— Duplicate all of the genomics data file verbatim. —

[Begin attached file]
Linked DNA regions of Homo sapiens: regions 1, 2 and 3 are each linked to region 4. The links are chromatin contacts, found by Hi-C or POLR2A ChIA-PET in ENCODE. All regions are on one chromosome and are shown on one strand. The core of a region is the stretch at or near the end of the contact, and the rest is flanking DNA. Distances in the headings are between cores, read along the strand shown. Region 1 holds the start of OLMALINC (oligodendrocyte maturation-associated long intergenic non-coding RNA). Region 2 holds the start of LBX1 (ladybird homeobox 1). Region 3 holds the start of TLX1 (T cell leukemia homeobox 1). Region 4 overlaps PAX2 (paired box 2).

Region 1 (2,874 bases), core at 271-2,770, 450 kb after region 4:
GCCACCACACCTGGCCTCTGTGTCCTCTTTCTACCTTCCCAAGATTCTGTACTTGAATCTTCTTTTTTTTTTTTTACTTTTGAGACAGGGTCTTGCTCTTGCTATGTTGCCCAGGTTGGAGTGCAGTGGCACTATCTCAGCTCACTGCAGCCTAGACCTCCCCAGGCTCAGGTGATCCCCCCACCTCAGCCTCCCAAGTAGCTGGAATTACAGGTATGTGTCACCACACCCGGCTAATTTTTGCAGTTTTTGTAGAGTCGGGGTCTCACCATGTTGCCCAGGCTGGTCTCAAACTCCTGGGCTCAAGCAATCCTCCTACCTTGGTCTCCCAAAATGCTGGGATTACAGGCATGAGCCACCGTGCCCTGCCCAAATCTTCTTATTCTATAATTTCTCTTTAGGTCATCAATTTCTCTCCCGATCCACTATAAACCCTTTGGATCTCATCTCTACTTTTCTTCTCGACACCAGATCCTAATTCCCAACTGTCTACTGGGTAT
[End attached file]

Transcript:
Linked DNA regions of Homo sapiens: regions 1, 2 and 3 are each linked to region 4. The links are chromatin contacts, found by Hi-C or POLR2A ChIA-PET in ENCODE. All regions are on one chromosome and are shown on one strand. The core of a region is the stretch at or near the end of the contact, and the rest is flanking DNA. Distances in the headings are between cores, read along the strand shown. Region 1 holds the start of OLMALINC (oligodendrocyte maturation-associated long intergenic non-coding RNA). Region 2 holds the start of LBX1 (ladybird homeobox 1). Region 3 holds the start of TLX1 (T cell leukemia homeobox 1). Region 4 overlaps PAX2 (paired box 2).

Region 1 (2,874 bases), core at 271-2,770, 450 kb after region 4:
GCCACCACACCTGGCCTCTGTGTCCTCTTTCTACCTTCCCAAGATTCTGTACTTGAATCTTCTTTTTTTTTTTTTACTTTTGAGACAGGGTCTTGCTCTTGCTATGTTGCCCAGGTTGGAGTGCAGTGGCACTATCTCAGCTCACTGCAGCCTAGACCTCCCCAGGCTCAGGTGATCCCCCCACCTCAGCCTCCCAAGTAGCTGGAATTACAGGTATGTGTCACCACACCCGGCTAATTTTTGCAGTTTTTGTAGAGTCGGGGTCTCACCATGTTGCCCAGGCTGGTCTCAAACTCCTGGGCTCAAGCAATCCTCCTACCTTGGTCTCCCAAAATGCTGGGATTACAGGCATGAGCCACCGTGCCCTGCCCAAATCTTCTTATTCTATAATTTCTCTTTAGGTCATCAATTTCTCTCCCGATCCACTATAAACCCTTTGGATCTCATCTCTACTTTTCTTCTCGACACCAGATCCTAATTCCCAACTGTCTACTGGGTAT